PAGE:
STORY: "Final witnesses give evidence in Eastman inquiry," by reporter Christopher Knaus, published by the Canberra Times on April 9, 2014.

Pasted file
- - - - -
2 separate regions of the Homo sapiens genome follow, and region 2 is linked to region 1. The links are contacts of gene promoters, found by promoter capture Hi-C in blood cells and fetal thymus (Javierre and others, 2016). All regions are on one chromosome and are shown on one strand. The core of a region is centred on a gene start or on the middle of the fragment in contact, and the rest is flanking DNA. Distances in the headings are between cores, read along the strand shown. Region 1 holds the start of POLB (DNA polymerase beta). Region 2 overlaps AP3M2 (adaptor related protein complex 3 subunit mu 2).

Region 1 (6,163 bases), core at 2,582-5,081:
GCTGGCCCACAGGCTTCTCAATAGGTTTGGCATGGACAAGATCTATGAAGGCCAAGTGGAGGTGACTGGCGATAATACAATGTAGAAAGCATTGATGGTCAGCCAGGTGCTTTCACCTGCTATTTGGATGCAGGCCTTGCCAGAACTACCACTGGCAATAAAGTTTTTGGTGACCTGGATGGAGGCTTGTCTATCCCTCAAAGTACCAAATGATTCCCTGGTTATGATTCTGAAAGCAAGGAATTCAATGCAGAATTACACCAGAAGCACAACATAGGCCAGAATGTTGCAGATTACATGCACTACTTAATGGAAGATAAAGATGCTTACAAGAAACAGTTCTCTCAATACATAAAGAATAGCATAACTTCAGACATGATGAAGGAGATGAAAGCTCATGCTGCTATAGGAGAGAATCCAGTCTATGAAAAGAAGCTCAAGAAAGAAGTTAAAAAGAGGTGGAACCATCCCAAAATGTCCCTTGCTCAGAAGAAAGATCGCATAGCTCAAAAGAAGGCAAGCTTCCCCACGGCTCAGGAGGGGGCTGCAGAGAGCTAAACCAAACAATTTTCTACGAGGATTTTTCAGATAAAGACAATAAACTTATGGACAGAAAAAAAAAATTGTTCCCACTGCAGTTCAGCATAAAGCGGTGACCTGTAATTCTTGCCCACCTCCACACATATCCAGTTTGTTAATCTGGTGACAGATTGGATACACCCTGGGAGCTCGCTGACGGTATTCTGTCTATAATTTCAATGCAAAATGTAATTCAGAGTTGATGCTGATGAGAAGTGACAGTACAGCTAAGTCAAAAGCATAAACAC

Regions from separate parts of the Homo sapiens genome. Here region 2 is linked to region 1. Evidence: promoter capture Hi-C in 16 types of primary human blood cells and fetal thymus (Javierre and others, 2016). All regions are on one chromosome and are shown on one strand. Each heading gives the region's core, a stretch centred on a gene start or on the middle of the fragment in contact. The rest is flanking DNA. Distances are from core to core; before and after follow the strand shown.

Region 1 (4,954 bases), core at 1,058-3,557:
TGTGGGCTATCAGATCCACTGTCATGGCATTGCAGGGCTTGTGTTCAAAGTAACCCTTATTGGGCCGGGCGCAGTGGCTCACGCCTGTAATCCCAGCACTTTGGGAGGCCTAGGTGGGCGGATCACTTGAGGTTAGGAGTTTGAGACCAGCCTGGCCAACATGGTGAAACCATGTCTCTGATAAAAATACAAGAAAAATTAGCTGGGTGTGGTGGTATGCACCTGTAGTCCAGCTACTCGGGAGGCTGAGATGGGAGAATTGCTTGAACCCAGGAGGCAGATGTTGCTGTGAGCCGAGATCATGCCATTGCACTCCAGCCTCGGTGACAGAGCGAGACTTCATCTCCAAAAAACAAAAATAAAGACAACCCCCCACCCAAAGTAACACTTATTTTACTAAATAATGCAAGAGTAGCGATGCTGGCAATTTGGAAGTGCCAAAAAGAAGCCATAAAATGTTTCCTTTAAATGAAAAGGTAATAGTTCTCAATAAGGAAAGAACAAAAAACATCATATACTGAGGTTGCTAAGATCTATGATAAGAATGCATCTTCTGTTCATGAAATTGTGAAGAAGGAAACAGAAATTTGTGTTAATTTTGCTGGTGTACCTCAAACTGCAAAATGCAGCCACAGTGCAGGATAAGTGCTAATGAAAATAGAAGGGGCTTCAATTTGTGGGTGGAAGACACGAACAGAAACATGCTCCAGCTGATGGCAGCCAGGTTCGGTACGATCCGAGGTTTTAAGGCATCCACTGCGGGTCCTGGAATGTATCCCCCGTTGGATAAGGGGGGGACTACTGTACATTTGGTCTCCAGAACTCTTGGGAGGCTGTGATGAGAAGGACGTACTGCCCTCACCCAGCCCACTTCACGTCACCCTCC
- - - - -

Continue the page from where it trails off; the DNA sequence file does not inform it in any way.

GIST: "The last expected witnesses finished giving evidence in the Eastman inquiry on Wednesday, signalling a shift to the business end of proceedings. The inquiry has poured over a mind-boggling volume of information, hearing from a huge number of witnesses and viewing roughly 200 exhibits, some hundreds of pages long. From the sea of evidence, chartered chiefly by Acting Justice Brian Martin and Counsel Assisting Liesl Chapman, SC, have arisen serious questions, including about aspects of the police work, forensics, and the non-disclosure of material to the defence. The inquiry was ordered after fresh doubt was raised about the 1995 conviction of David Harold Eastman for the shooting murder of ACT police chief Colin Stanley Winchester in 1989......... Evidence has also been heard about the reliability of Eastman’s supposed confessions, made as he spoke to himself and recorded by bugs in his home. The inquiry has looked at the conduct of police, including their long campaign of surveillance, the prosecution, and the trial judge. One of the most critical questions raised in the inquiry, however, concerns the reliability of the forensic work, most importantly that of Victorian-based expert Robert Barnes. Mr Barnes’ analysis linked gunshot residue in Eastman’s boot with the murder scene, which would prove a key part of the Crown’s case against the former public servant. But the inquiry has subjected his work to painstakingly detailed scrutiny, forcing him to respond to allegations he was misleading about the strength of the evidence. Mr Barnes is battling cancer and was too sick to keep giving evidence, but is expected to be sent a notice warning him he would be subject to adverse findings. He has run out of funds for his legal team, and it is unclear how Mr Barnes will respond. The inquiry is far from concluded. It still needs to receive written submissions and hear oral submissions from all parties, before Acting Justice Martin delivers his final report. The oral submissions will be heard next month. The inquiry will continue on in the shadow of a challenge by the Director of Public Prosecutions before the full bench of the ACT Supreme Court. That challenge concerns key decisions that created the inquiry and shaped its scope, and if upheld, could stop proceedings."